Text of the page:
Ben Lopez.JPG

Guatemala El Aguacate - Benjamin Lopez


***These are the words of Shared Source, importer of Ben’s coffee***



On his farm El Aguacate, Benjamin farms Yellow and Red Caturra, with a little bit of Red Bourbon at 1750masl. His farming is very biodiverse; coffee grows on lush soils full of organic matter and teaming with ample ground cover, and is interplanted with a fantastic array of native shade and orchard trees. Chemical inputs are used only when urgently needed, mostly when there is a great risk of Roya. Soils are maintained with large amounts of organic compost and retain water throughout the dry season, keeping the farm as healthy and resistant to disease and drought as possible.

Processing is carried out on the farm. Pickers are paid high prices to selectively harvest only fully ripe cherries, especially necessary with the Yellow Caturra, where it’s more difficult to identify optimum ripeness. Cherries are depulped the day of picking and fermentation is carried out without water in a small concrete tank. Conditions are cold and the tank is ceramic lined.

The parchment coffee is fully washed after a minimum of 24hours, sometimes longer, and density sorted prior to being slowly sun dried on the patio in a 5cm layer, constantly turned, to ensure drying is even and not too quick.

Ben’s father Taedo gave his two sons part of his farm to manage themselves. We buy directly from all three gentlemen.

Tadeo Lopez and his 10 brothers and sisters grew up in very poor conditions, Tadeo went without shoes and adequate clothing and the family struggled to meet their basic needs. When he got married he migrated to Mexico seasonally to earn money to support the family, with the money he purchased parcels of coffee, bit by bit, which began to improve their livelihood and changed their lives completely. Tadeo was now able to sustain his young family. He planted coffee on small parcels he also inherited from his father that had previously been used for cattle and sugar cane. Not much better than subsistence farming, coffee offered Tadeo and many traditional landholders like him, the opportunity for real and meaningful development. But more recently the volatility of the coffee market and low prices means that covering costs of production has become increasingly difficult. It’s an all too common story to hear than in Huehuetenango the future of smallholder coffee production is very uncertain into the future. But there is hope. With his children, Tadeo has been working very hard to tap into niche, quality-focused markets by changing practices: paying pickers more to grab only fully ripe cherries, depulping the same day, better post-harvest practices like clean fermentation tanks and dryers.

By improving quality they’re receiving higher prices than ever before, they can now cover the cost of production of coffee and their living costs, and are increasing their living standards year on year.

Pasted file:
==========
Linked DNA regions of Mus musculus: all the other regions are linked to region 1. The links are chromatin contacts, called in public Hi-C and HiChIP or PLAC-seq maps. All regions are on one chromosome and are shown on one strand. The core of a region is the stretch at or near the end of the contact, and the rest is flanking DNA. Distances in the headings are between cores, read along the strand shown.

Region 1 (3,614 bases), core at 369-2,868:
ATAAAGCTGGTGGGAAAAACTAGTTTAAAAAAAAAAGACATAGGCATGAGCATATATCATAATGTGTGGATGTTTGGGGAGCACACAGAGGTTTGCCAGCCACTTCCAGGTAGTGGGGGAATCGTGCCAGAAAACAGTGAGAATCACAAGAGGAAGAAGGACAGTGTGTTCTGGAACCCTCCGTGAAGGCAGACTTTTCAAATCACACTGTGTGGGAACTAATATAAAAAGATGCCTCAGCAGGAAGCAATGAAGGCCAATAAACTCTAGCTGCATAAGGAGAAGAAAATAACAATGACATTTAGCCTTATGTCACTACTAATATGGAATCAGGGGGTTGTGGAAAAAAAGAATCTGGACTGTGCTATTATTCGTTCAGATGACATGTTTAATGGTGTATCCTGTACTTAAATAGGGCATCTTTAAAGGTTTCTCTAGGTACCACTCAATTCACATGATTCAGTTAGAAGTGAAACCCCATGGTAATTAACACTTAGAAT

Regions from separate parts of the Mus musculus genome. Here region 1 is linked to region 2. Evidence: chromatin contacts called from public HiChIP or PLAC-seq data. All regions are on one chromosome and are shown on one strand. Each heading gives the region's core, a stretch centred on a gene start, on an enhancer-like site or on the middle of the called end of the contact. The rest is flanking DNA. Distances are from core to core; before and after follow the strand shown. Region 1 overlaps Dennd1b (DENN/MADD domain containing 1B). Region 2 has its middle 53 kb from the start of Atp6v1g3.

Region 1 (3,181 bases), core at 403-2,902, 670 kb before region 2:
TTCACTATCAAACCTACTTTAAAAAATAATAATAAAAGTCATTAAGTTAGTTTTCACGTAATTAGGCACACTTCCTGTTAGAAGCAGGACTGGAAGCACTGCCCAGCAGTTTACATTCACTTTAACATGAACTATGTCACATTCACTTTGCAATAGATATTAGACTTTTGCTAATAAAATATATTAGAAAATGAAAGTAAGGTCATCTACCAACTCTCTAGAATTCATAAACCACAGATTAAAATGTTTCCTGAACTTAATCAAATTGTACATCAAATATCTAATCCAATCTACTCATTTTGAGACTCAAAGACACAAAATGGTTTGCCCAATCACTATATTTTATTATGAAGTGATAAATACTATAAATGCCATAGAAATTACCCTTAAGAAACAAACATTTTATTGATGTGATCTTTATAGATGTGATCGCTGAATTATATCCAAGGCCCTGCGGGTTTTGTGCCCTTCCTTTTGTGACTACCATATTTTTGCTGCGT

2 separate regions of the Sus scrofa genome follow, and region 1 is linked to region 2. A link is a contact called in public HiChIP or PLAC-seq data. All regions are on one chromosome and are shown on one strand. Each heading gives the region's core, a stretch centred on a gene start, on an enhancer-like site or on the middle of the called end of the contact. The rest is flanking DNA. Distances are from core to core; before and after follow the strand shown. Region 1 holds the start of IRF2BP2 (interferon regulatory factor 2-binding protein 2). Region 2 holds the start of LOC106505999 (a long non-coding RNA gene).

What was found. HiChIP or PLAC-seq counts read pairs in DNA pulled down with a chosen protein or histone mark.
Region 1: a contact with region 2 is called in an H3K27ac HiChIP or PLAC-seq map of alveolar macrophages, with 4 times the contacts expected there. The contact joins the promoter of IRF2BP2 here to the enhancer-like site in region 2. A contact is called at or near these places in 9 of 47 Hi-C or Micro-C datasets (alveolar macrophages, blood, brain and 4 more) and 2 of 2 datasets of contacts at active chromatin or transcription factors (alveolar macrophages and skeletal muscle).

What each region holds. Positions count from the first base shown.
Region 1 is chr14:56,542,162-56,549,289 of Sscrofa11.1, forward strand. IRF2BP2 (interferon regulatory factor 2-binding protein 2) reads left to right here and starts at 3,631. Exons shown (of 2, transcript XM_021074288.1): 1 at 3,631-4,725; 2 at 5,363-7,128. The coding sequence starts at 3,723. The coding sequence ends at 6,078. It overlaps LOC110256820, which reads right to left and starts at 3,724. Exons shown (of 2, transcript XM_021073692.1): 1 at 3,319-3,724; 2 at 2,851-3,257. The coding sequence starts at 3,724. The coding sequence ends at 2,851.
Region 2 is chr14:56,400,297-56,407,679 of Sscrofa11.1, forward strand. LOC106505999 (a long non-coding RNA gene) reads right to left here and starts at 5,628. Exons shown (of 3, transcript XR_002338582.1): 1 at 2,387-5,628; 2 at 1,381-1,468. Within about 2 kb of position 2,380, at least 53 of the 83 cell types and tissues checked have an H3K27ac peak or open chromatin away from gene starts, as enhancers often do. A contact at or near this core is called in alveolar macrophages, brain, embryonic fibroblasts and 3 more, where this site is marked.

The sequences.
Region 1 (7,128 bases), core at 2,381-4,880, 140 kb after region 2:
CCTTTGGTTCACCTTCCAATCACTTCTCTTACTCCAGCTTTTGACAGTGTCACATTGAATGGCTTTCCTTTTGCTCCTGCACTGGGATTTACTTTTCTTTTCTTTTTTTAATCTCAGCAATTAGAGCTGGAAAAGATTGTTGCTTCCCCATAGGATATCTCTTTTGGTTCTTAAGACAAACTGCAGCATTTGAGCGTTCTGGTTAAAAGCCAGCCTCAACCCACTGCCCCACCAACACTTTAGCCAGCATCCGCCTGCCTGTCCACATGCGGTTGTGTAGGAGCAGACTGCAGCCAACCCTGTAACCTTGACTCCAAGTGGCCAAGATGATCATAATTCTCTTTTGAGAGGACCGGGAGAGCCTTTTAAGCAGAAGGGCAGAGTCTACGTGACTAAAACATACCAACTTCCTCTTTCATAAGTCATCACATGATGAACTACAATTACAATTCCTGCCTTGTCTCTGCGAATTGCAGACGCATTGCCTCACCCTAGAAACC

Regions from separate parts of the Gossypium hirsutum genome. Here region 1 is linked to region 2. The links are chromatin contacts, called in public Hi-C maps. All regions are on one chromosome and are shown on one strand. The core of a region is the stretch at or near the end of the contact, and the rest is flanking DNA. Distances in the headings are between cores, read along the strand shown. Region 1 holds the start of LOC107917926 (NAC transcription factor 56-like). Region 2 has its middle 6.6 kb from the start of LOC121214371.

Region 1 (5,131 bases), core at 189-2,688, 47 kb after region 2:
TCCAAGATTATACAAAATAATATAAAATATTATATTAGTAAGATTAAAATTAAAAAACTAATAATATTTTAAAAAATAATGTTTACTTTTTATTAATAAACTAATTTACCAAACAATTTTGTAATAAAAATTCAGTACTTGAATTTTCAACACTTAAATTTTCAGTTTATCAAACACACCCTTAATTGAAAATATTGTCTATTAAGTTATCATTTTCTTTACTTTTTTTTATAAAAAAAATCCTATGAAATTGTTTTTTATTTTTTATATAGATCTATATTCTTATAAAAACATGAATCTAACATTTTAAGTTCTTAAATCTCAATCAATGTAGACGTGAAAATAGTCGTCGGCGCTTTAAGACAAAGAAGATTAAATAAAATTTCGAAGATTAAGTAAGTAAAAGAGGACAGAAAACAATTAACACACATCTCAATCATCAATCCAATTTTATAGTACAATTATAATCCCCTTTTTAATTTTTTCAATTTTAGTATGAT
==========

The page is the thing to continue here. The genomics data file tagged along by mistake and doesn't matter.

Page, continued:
Tadeo had only two children to be able to send them both to school, which is a significant generational shift from the culture of having lots of children. Ben, an agricultural engineer, is a technical expert in post-harvest processes, and he has been able to put into practice what he’s learnt academically on his father’s farm.

In their own words: We’re so happy to have found a final buyer who pays well, and it’s been agreat pleasure working with us. They want to keep improving the quality of their coffee so we enjoy an ever-great cup of Guatemalan coffee. And with the higher prices we will pay, they’ll keep re-investing in the farm and in their quality of living. Because at the end of the day, coffee quality is most meaningfully reflected in how the producer lives.


We purchase parchment coffee directly from the family, quetzals are transferred straight to their bank account upon receipt of parchment at our chosen mill. We pay for transport from Huehuetenango to the mill. We paid 1600 Quetzales per quintal (100 pounds of parchment) for Benjamin’s coffee. At times throughout harvest, the local rate was around 650Q/quintal, this at a time where cost of production is 700-800Q/quintal. This purchase represents the highest price the family has received for their coffees.


Black Cherry, Dark Chocolate, Oatmeal Cookie.



Ben Lopez.JPG
red caturra.JPG

Additional Info

Ordering Info:

We roast as needed to keep things fresh n' tasty.  If your coffee order is not immediately available and fresh by our standards, it will be included on the next roast day.  Order processing times are usually within 2-5 business days and then shipped expeditiously.  If you have a specific request or any questions, please email